In the case of \({\bar{\phi }}=30\%\), we notice first, spherical contours around the particle at radii of \(1.16D_p\) and \(2.09D_p\) and second, a slightly higher concentration in the horizontal direction. However, this effect is much weaker as compared to \({\bar{\phi }}=10\%\). The concentric circles near the reference particle can be explained by the kinematic constraint that particles cannot overlap with the reference particle; this effect fades away within a few particle diameters. This results in a largely uniform hard sphere like distribution. A similar arrangement was also observed in the dense regime of sedimenting spherical particles at \(Re_T \ll 1\), shown using a radial distribution function by Guazzelli and Morris (2011), and using a pair probability distribution function by Yin and Koch (2007) at \({\bar{\phi }}=20\%\) for \(Re_T = 10\).

Fig. 5
figure5

Averaged solid volume concentration conditioned on particle positions (scaled by the global solid volume concentration of the suspensions) for different solid volume concentrations: a\({\bar{\phi }}=0.5\%\), b\({\bar{\phi }}=10\%\) and c\({\bar{\phi }}=30\%\)

Average Flow Field Around a Particle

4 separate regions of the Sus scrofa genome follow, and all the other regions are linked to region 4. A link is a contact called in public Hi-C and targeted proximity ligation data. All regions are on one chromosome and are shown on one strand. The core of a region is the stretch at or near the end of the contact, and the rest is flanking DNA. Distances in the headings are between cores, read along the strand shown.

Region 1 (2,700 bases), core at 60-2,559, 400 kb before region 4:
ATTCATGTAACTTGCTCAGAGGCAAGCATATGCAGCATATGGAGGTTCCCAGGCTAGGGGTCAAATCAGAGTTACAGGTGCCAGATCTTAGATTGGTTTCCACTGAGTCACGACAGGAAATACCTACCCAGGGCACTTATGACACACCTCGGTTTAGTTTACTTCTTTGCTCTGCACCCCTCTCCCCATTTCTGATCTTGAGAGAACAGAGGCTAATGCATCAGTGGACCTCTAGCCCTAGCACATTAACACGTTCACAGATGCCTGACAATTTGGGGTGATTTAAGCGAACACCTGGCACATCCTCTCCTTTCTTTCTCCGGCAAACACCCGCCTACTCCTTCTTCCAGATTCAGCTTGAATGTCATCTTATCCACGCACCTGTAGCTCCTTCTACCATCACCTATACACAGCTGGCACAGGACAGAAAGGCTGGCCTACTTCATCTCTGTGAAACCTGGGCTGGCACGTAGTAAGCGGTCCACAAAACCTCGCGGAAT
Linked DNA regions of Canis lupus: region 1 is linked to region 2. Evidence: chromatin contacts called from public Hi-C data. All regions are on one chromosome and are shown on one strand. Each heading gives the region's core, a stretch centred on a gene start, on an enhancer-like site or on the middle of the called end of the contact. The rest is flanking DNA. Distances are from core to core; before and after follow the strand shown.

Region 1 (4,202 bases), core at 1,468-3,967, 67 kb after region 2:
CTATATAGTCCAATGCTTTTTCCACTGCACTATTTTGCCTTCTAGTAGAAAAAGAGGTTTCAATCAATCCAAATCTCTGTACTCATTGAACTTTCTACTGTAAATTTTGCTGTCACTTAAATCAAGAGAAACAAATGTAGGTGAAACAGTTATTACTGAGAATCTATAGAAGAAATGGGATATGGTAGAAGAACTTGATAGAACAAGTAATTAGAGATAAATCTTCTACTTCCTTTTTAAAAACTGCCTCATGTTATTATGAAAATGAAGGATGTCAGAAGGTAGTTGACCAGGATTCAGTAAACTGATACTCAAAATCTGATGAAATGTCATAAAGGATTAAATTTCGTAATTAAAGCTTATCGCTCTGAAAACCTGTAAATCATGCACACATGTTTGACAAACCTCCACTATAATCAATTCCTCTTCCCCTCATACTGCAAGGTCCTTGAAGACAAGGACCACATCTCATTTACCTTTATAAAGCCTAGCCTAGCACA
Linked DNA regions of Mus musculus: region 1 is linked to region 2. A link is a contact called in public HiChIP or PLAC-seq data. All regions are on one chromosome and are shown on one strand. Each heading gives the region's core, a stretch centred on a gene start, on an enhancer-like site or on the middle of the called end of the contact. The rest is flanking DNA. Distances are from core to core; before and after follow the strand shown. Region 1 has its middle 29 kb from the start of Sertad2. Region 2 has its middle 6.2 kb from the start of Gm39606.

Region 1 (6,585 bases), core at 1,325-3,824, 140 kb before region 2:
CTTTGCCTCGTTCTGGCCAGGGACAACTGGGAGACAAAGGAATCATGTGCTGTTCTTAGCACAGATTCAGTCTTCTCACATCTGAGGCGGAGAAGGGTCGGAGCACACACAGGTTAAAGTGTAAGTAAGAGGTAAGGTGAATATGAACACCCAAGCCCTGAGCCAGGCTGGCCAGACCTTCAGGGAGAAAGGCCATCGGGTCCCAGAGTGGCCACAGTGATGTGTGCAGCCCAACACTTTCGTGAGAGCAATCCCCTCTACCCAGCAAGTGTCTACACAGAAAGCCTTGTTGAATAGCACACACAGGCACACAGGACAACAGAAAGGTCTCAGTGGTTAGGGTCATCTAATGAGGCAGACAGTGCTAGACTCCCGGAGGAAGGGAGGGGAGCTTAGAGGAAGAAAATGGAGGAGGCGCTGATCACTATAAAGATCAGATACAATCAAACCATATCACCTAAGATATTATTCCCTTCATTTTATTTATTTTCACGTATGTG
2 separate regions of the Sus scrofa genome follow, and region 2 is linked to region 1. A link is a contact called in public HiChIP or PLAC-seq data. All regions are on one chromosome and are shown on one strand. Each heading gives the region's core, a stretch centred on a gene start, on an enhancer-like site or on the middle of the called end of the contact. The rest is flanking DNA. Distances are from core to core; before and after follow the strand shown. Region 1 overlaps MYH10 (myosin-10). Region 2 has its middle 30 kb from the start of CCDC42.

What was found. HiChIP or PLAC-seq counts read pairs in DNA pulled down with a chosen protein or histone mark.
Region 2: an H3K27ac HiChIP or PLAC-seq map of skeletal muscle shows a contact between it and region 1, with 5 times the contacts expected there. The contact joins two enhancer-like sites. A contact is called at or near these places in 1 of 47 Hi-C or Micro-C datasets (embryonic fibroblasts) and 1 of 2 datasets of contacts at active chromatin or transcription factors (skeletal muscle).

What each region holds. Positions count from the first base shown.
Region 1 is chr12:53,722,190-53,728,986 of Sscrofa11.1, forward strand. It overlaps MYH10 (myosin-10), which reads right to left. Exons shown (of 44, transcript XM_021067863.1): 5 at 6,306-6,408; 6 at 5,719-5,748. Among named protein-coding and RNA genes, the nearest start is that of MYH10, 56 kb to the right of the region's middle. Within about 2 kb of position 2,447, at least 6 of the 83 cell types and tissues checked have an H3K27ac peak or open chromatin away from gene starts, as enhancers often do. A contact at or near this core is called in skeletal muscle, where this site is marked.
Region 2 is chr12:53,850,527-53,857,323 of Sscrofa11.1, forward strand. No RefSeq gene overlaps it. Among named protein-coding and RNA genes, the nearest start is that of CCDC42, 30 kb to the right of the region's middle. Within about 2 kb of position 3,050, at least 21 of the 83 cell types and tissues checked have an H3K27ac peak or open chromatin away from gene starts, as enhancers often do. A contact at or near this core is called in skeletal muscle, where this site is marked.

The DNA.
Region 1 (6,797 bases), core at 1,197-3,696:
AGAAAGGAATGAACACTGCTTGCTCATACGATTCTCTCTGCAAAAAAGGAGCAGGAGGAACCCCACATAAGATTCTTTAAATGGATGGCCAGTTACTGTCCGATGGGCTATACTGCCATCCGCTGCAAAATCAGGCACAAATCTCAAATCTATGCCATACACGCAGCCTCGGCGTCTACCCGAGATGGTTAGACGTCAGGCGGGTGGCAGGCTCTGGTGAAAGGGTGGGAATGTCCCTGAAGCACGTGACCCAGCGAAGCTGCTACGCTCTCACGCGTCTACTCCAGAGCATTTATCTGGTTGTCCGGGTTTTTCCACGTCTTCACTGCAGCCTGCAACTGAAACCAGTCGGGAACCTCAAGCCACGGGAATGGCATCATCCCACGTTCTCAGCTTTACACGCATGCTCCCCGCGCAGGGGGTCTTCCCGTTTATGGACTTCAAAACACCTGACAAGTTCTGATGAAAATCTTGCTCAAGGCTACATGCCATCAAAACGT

The average vertical flow field around a particle relative to the mean settling velocity of the suspensions is determined by computing the average vertical fluid flow field in two mutually perpendicular vertical planes centered around each particle. The mean settling velocity of the suspension is subtracted from the flow field to obtain the velocities relative to the particle’s frame of reference. The mean is computed over all particles in the suspension and at 5 different instants in time over the course of the simulation. The averaged flow fields for the concentrations \({\bar{\phi }}=2\%\) and \({\bar{\phi }}=30\%\) as shown in Fig. 6b and c respectively. For comparison, the instantaneous flow field around a single particle is shown in Fig. 6a using a simulation with inflow/outflow conditions described in Sect. 2.4. Comparing Fig. 6b and c, we observe that the extent of the wake at \({\bar{\phi }}=30\%\) is much smaller than at \({\bar{\phi }}=2\%\), while the latter is similar to the wake structure of a single particle. The presence of other neighboring particles in close proximity to the reference particle disrupts the formation of elongated wakes at \({\bar{\phi }}=30\%\). This limits the influence of particle–fluid interactions and suggests a dominance of particle–particle interactions by lubrication and collisions, while the opposite holds for \({\bar{\phi }}=2\%\) as the wake in this case is similar to the case of a single settling particle.